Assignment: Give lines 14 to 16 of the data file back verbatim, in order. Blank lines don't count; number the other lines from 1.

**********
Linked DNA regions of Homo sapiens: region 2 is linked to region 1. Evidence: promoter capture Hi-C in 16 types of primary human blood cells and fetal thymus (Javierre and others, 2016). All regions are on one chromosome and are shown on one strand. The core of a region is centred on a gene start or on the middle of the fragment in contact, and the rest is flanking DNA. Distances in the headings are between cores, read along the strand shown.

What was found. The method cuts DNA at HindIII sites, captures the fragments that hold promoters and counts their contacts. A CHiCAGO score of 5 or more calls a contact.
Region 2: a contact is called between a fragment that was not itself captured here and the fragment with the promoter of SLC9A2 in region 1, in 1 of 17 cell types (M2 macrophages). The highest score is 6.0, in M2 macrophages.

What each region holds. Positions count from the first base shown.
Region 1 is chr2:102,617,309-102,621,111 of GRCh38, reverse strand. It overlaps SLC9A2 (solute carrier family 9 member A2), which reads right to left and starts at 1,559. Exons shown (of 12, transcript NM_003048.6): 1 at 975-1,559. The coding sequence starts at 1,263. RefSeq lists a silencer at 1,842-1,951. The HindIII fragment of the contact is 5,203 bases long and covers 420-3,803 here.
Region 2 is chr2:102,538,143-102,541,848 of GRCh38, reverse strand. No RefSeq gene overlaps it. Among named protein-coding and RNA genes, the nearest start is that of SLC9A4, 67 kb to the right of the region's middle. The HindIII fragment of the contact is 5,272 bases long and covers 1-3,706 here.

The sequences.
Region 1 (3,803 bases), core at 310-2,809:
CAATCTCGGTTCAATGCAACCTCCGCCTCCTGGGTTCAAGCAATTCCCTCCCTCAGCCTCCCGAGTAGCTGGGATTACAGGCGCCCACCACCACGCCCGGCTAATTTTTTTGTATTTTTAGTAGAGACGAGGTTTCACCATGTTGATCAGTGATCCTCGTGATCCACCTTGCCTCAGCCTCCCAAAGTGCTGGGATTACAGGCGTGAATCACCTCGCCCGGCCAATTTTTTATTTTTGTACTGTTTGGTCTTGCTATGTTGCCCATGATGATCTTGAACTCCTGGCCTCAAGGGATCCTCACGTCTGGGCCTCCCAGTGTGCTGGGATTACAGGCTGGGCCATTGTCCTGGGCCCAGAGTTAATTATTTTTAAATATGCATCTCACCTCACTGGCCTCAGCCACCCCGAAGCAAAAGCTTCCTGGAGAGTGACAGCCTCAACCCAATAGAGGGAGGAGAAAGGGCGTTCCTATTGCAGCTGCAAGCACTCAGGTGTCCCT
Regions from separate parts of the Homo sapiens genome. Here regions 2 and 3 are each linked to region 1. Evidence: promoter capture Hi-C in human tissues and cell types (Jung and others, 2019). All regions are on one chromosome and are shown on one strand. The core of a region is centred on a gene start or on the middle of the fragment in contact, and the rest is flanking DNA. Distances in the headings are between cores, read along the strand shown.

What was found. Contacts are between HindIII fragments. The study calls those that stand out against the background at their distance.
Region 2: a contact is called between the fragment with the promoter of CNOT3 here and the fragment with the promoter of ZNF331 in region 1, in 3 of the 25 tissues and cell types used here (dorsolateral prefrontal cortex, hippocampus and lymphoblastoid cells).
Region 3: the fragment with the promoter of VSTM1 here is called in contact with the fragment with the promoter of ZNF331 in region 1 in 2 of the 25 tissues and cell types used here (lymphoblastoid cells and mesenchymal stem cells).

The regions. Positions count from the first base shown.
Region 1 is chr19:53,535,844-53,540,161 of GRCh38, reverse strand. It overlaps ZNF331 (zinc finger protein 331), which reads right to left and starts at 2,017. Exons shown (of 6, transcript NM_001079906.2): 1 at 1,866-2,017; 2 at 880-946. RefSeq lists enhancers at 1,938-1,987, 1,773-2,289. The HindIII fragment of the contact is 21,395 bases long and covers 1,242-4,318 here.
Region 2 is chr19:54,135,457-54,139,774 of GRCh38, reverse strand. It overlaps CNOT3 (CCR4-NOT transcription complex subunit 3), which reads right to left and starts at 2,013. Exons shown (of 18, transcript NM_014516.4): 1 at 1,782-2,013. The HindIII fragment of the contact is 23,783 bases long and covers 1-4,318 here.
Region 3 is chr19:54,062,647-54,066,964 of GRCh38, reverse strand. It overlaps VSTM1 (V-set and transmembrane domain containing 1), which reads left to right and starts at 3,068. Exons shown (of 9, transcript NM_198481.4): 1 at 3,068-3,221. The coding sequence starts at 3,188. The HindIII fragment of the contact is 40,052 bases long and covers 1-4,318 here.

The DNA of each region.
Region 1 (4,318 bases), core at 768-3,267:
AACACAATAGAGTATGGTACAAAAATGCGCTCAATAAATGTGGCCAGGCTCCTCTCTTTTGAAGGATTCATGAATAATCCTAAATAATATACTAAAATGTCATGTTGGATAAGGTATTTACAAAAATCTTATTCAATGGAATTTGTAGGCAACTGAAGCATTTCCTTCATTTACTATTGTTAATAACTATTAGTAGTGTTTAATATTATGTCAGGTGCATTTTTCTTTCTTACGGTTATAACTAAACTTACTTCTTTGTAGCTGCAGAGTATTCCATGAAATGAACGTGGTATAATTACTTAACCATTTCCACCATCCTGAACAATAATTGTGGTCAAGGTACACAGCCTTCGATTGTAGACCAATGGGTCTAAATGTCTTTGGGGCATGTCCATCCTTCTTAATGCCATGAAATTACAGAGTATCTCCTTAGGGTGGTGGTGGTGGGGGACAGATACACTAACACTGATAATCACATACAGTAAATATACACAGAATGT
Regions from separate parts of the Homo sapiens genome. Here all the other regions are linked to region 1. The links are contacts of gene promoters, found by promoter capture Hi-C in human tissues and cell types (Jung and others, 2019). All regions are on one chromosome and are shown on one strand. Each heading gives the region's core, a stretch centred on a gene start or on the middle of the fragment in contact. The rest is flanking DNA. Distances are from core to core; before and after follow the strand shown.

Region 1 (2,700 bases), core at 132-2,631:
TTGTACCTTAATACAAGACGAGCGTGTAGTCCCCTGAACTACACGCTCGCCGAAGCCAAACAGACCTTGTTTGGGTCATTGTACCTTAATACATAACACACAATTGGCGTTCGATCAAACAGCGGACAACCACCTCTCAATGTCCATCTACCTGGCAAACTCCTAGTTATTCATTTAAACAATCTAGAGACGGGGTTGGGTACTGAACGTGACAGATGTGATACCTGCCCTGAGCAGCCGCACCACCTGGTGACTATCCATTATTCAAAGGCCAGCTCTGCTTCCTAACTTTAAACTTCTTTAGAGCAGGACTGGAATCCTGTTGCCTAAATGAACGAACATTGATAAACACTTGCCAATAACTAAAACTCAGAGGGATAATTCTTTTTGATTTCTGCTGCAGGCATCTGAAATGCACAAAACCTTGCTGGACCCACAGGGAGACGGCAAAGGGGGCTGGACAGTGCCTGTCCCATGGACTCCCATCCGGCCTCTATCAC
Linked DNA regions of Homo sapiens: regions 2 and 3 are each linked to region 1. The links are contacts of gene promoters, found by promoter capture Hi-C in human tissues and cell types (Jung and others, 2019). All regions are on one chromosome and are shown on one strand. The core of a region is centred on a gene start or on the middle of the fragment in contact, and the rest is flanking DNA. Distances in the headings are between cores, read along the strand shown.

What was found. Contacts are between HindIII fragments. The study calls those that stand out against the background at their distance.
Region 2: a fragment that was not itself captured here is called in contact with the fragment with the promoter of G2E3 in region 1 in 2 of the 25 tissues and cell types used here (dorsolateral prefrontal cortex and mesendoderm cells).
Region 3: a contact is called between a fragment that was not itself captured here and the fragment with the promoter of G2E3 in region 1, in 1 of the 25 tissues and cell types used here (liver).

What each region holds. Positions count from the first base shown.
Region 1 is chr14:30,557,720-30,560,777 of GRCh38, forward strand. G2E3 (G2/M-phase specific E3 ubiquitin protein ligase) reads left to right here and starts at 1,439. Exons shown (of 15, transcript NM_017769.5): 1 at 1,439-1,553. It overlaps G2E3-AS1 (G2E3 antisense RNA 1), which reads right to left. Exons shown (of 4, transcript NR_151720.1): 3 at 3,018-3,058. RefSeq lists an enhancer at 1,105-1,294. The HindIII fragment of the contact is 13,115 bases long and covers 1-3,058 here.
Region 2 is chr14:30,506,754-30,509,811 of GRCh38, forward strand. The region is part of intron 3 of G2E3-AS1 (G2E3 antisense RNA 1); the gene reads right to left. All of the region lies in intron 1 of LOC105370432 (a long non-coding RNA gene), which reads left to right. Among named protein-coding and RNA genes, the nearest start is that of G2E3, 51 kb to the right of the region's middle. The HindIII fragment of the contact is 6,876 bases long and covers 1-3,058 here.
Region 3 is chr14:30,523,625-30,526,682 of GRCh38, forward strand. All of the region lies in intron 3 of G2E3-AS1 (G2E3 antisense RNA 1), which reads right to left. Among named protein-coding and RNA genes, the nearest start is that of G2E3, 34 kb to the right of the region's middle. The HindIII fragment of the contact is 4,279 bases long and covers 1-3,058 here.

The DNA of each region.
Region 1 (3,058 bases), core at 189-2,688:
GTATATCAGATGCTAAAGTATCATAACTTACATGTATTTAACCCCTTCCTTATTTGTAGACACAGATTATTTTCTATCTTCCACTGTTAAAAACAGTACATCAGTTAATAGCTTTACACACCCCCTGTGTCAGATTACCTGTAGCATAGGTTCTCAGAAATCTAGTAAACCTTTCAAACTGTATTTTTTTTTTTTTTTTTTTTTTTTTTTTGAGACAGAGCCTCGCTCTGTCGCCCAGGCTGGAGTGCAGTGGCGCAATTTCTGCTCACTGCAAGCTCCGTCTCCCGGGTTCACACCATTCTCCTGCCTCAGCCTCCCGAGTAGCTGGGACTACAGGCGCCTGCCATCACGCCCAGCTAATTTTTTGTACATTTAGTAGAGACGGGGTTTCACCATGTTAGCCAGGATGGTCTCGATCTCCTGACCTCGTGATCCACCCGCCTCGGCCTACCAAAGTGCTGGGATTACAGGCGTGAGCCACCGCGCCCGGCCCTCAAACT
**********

The regions. Positions count from the first base shown.
Region 1 is chr19:53,535,844-53,540,161 of GRCh38, reverse strand. It overlaps ZNF331 (zinc finger protein 331), which reads right to left and starts at 2,017. Exons shown (of 6, transcript NM_001079906.2): 1 at 1,866-2,017; 2 at 880-946. RefSeq lists enhancers at 1,938-1,987, 1,773-2,289. The HindIII fragment of the contact is 21,395 bases long and covers 1,242-4,318 here.
Region 2 is chr19:54,135,457-54,139,774 of GRCh38, reverse strand. It overlaps CNOT3 (CCR4-NOT transcription complex subunit 3), which reads right to left and starts at 2,013. Exons shown (of 18, transcript NM_014516.4): 1 at 1,782-2,013. The HindIII fragment of the contact is 23,783 bases long and covers 1-4,318 here.